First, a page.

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Impersonators of Donald Trump and Kim Jong-un are seein at PyeongChang Olympic Stadium on Feb. 9.Ryan Pierse/Getty Images

In considering this week the way politics have wedged their way into the conversation about the now officially under way Winter Games, Canadian Olympic Committee president Tricia Smith went as dark as it possible to go.

"People will always use sports for other means," she said. "We saw that in Germany in the thirties."

That's how tumultuous this has become – a variation of Godwin's Law (all arguments eventually result in a Hitler analogy) is in operation at the Olympics.

We've reached a point where the happiest event on Earth has become the place the world gets together to feel bad about itself.

It is ever the case that the days leading into a Games are a time in which the world lights its own hair on fire and runs around screaming for a while. Something will almost certainly blow up, or fall down, or the mosquitoes will kill you.

I know of someone scared away from attending a Games because they'd read one too many panting news reports about black-widow suicide bombers headed to Sochi.

Usually, it's all nonsense and nothing comes of it. But since we have not yet succumbed to the pleasures of ice dancing, we amuse ourselves instead with the proximity of death. For some North Americans, it may be the closest they ever get to developing a keen interest in international affairs.

This time, that tendency toward catastrophism feels different. People aren't worried about the Olympics being a disaster. They see the Olympics as symbolic of a disaster that's already happened.

Populism is on the march, old alliances are falling apart, everyone's cheating and Mike Pence is here. The North Koreans are hoodwinking us all, the Russians won't take a hint and the Canadians are reminding them in the lunch canteen about the hint they won't take.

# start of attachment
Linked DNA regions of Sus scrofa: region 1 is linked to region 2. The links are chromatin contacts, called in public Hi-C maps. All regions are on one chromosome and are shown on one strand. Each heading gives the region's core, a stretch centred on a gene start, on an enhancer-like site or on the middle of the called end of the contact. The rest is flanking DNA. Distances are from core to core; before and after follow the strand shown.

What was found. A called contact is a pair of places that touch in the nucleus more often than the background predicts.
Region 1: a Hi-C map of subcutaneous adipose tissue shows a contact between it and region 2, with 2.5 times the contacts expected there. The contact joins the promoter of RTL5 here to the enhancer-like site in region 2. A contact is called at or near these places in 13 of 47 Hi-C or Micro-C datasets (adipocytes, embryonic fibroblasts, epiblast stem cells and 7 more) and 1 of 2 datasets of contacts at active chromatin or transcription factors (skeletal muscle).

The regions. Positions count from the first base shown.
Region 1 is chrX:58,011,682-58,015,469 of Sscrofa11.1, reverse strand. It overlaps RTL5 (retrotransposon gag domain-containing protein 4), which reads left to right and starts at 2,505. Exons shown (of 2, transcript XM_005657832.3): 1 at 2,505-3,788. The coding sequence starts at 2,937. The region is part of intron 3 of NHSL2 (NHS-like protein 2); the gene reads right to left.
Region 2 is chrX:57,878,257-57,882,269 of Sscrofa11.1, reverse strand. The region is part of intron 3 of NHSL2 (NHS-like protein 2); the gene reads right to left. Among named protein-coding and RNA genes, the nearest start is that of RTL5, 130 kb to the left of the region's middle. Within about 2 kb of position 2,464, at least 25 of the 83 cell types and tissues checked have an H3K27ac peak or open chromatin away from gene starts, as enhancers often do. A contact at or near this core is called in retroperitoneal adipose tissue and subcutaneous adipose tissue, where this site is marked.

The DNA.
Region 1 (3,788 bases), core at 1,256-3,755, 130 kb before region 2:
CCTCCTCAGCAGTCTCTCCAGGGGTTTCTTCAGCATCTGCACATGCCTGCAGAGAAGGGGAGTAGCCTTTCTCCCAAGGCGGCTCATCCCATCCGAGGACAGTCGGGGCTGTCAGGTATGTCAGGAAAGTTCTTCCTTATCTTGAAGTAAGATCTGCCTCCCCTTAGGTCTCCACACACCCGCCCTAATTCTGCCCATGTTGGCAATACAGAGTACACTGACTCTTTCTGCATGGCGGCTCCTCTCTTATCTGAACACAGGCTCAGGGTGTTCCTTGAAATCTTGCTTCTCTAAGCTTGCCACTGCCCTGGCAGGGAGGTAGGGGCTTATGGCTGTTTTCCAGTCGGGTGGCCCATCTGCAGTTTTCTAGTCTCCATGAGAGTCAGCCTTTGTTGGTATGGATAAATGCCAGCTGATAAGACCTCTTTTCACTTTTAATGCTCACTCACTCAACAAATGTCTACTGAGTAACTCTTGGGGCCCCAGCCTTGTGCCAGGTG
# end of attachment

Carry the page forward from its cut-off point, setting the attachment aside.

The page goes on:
The world is becoming a scarier place for the lucky few in it who are not used to feeling afraid, and that angst is infecting the Games.

What's to celebrate?

This is where we would normally insert some nonsense about the triumph of the human spirit after watching some guy luge one-tenth of a second faster than anyone's ever luged before.

That's all great, of course, but competition is not the real heart of the Olympics. Empathy is. What the Olympics do better than anything else is create a basis for human understanding and mutual sympathy.

The world is very like the internet – we talk about, around and over each other without ever having to go to the trouble of being together in a room.

That's what the Olympics do – force representatives of all the world's fractious nations to interact like actual humans. The result is always better than you'd expected.

Canada won 25 medals in Sochi, all of them remarkable achievements. Our best collective moment in Russia had nothing to do with them.

It happened during a cross-country ski final in which no Canadian was competing.

After a miserable day for the national team, one of Canada's coaches, Justin Wadsworth, wandered over to the finish line to watch other athletes come across.

He spotted a Russian skier, Anton Gafarov, crawling over a rise. Gafarov had fallen twice, skinning a layer of P-Tex off his ski. It eventually wound around his ankle, hobbling him. He could no longer ski, as such, but he wanted to complete the race anyway.

No one did anything. Not even Gafarov's own coaches, who stood there staring.

Wadsworth did not know Gafarov other than to see him around. But he was the one who did something.

Wadsworth ran out onto the course with one of his own charge's spare skis. He knelt down beside Gafarov. Neither of them said anything. Like a pliant animal, Gafarov allowed Wadsworth to tend to him. Wadsworth switched the broken ski for a new one and Gafarov lept away.

"I wanted him to have dignity as he crossed the finish line," Wadsworth said later. When I called him to ask about it, Wadsworth couldn't figure out why I needed to speak to him. His Canadians hadn't won anything that day.

"Because of the thing with Gafarov," I said.

"Oh," Wadsworth said. "That."

He didn't understand why a journalist would care. It seemed obvious – a stranger needed help, so he helped him.

I've been lucky enough to be there for a lot of big sports moments in my career, but none give me the same chill I get when I recall that one.